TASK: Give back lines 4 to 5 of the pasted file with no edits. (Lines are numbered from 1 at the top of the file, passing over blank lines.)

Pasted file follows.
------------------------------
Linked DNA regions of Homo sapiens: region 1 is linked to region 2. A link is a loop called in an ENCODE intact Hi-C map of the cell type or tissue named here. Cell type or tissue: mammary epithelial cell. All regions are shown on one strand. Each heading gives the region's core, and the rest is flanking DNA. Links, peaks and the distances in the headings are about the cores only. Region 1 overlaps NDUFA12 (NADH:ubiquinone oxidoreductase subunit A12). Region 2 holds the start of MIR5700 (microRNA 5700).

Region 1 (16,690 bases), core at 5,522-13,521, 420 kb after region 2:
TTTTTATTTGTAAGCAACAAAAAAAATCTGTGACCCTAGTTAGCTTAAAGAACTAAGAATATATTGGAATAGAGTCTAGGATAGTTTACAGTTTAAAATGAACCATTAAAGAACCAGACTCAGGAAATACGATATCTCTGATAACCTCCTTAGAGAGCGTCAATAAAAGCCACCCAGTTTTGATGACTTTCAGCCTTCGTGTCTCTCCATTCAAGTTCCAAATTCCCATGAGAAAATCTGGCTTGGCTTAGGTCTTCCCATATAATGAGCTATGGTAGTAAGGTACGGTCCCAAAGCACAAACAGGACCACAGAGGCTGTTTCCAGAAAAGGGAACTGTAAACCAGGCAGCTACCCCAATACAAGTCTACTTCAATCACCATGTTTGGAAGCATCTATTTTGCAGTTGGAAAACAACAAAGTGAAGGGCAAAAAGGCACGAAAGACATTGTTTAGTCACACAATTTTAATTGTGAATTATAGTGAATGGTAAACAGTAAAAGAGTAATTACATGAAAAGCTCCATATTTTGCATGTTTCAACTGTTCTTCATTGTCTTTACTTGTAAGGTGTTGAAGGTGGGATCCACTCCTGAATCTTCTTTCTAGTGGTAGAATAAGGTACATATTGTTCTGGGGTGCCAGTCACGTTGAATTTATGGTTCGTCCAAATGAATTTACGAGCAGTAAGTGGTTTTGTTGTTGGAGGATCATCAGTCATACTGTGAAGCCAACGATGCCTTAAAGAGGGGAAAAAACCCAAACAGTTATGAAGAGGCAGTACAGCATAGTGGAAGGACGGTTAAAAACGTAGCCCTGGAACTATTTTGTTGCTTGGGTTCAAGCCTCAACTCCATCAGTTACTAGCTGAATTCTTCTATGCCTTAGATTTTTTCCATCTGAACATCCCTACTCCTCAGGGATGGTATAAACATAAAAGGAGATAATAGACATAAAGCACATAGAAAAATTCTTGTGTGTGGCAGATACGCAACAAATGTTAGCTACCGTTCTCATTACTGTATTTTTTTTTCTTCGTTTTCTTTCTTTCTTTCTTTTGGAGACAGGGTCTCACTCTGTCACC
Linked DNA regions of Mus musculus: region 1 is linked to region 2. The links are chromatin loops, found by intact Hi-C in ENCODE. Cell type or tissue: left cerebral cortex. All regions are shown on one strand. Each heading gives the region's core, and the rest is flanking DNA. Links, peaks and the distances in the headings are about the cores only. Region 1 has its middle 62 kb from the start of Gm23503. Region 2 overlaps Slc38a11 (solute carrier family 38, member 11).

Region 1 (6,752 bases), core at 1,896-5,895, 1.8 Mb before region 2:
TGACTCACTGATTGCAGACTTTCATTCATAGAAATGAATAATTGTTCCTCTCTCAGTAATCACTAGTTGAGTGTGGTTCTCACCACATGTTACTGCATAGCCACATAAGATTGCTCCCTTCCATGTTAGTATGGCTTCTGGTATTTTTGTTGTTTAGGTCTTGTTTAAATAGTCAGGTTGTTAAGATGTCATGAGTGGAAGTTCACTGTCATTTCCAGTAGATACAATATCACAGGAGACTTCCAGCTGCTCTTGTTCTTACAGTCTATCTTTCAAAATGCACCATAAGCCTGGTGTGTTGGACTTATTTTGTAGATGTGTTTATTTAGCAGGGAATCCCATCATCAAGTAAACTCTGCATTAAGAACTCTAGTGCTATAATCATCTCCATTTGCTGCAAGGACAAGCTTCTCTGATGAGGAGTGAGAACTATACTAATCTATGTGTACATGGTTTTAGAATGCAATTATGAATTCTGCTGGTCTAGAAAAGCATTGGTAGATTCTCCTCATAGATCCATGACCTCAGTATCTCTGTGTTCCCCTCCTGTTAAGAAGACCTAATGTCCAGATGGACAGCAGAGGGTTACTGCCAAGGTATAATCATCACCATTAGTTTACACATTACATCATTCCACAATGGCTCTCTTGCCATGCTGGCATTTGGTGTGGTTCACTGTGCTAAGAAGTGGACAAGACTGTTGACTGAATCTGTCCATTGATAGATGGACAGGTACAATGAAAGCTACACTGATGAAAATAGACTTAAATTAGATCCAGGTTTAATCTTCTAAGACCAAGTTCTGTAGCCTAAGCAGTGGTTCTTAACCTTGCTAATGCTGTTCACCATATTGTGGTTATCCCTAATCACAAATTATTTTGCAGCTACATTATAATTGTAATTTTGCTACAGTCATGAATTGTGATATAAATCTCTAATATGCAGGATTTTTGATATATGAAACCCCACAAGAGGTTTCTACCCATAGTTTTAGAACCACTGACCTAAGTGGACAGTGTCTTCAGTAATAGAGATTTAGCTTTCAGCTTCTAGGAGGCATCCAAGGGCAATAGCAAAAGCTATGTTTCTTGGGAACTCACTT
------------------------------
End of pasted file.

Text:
Linked DNA regions of Mus musculus: region 1 is linked to region 2. The links are chromatin loops, found by intact Hi-C in ENCODE. Cell type or tissue: left cerebral cortex. All regions are shown on one strand. Each heading gives the region's core, and the rest is flanking DNA. Links, peaks and the distances in the headings are about the cores only. Region 1 has its middle 62 kb from the start of Gm23503. Region 2 overlaps Slc38a11 (solute carrier family 38, member 11).

Region 1 (6,752 bases), core at 1,896-5,895, 1.8 Mb before region 2: